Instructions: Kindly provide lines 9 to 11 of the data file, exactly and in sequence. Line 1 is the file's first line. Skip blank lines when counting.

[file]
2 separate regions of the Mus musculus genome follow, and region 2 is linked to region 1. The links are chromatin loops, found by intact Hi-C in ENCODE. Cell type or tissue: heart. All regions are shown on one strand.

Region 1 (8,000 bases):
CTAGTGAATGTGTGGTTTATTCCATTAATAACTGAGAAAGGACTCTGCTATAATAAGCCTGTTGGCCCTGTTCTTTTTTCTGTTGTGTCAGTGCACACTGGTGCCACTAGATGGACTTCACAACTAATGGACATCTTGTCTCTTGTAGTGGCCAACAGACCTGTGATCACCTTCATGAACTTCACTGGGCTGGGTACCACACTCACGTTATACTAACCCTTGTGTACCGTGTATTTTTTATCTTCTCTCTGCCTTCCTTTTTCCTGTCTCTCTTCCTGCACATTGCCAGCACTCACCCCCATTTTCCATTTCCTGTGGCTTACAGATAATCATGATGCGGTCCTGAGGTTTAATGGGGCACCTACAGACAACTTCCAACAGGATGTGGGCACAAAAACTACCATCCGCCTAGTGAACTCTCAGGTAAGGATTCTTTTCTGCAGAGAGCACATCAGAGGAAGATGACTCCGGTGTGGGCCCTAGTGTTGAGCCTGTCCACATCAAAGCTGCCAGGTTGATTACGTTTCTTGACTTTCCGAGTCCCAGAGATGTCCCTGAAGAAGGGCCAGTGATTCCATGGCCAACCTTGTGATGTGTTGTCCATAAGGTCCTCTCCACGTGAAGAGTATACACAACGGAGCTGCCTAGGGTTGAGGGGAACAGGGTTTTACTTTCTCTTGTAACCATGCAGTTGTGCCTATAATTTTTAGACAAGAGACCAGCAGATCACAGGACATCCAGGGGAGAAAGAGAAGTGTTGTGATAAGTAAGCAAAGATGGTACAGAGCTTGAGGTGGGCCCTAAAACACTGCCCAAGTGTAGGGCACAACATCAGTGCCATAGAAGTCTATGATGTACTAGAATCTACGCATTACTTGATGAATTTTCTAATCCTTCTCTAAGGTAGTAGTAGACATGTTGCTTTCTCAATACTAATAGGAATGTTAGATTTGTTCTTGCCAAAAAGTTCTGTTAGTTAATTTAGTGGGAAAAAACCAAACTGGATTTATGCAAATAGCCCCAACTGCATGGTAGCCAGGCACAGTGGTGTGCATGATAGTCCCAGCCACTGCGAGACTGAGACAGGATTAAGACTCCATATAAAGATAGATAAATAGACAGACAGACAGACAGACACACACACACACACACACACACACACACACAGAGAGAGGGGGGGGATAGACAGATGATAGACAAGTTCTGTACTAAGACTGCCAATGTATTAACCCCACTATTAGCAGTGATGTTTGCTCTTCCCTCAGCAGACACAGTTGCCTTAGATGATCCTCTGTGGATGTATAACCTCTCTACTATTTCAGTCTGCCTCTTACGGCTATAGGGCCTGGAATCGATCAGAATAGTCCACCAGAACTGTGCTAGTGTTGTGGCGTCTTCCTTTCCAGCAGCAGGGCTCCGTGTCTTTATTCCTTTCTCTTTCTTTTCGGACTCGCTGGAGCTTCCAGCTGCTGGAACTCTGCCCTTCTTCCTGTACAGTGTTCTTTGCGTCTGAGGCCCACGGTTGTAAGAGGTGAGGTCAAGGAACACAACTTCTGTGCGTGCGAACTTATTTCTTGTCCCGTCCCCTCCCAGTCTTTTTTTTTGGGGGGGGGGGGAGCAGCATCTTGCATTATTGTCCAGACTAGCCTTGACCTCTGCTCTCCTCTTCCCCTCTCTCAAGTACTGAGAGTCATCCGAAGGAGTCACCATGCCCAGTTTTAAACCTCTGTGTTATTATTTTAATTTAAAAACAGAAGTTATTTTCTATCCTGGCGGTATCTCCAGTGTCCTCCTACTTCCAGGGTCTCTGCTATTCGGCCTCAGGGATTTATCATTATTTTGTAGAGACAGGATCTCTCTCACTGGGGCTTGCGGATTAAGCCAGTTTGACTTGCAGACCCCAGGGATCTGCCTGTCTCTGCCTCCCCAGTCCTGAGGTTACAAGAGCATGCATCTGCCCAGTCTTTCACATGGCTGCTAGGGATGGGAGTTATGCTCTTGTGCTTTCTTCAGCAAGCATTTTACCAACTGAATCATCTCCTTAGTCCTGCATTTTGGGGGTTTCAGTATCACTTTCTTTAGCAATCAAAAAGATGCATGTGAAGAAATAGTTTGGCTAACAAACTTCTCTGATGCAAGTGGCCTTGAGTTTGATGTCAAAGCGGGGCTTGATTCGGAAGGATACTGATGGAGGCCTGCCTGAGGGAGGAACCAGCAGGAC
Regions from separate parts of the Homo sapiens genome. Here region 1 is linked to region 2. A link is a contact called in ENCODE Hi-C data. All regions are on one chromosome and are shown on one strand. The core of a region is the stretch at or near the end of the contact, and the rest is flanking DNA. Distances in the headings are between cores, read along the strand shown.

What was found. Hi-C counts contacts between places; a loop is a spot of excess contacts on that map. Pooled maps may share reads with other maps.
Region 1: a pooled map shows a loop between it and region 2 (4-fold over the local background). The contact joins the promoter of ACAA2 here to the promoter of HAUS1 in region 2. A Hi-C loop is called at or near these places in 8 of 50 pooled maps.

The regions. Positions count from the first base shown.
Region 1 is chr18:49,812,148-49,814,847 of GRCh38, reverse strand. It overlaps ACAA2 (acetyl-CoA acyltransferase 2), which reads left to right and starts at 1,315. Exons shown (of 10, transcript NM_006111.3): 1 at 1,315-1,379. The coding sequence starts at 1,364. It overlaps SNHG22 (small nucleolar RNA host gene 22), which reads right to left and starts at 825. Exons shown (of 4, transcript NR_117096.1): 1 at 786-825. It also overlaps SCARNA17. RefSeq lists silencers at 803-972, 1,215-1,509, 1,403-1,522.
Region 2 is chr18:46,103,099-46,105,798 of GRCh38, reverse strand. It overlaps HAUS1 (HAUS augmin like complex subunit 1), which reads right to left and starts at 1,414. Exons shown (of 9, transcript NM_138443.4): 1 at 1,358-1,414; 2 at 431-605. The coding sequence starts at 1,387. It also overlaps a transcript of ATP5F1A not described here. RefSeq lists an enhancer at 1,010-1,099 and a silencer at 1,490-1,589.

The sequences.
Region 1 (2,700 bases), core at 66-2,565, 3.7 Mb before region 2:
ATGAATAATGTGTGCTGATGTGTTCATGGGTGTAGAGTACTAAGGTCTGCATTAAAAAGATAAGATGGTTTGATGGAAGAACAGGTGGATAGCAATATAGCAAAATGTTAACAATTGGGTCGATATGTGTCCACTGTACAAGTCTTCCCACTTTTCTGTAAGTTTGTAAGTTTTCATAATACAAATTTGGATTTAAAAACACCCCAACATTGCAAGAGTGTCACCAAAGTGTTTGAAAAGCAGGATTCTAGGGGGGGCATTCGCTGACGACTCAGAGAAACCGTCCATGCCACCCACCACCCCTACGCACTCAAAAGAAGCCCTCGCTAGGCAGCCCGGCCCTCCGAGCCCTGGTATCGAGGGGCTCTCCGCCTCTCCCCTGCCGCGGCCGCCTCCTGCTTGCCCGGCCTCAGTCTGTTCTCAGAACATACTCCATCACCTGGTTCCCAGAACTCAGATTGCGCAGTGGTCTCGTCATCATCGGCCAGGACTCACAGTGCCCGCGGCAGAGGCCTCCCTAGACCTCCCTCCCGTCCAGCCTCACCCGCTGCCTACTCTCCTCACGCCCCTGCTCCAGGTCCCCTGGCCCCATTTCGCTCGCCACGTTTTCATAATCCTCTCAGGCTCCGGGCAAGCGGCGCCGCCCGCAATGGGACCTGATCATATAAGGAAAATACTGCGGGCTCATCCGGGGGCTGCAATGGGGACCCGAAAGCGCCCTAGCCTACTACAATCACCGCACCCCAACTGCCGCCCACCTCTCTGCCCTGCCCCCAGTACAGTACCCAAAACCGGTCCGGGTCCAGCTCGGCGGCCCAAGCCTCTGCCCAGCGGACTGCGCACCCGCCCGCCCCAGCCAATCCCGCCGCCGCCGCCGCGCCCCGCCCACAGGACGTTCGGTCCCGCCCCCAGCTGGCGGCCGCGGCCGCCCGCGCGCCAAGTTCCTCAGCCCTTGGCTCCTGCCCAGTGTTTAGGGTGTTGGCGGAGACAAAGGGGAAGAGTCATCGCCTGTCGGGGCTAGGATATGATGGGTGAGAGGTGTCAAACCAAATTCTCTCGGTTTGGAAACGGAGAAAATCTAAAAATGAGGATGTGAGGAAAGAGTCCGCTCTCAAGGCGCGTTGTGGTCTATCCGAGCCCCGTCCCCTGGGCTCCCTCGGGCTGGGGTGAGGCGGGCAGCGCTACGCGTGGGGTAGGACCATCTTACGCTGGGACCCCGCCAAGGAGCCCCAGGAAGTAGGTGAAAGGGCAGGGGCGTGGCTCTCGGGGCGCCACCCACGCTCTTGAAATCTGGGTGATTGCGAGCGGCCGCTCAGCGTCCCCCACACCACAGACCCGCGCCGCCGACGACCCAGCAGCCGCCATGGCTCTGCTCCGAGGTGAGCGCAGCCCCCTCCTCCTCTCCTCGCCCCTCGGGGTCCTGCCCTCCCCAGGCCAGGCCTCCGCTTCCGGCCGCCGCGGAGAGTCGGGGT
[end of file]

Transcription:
Region 2 is chr18:46,103,099-46,105,798 of GRCh38, reverse strand. It overlaps HAUS1 (HAUS augmin like complex subunit 1), which reads right to left and starts at 1,414. Exons shown (of 9, transcript NM_138443.4): 1 at 1,358-1,414; 2 at 431-605. The coding sequence starts at 1,387. It also overlaps a transcript of ATP5F1A not described here. RefSeq lists an enhancer at 1,010-1,099 and a silencer at 1,490-1,589.

The sequences.
Region 1 (2,700 bases), core at 66-2,565, 3.7 Mb before region 2: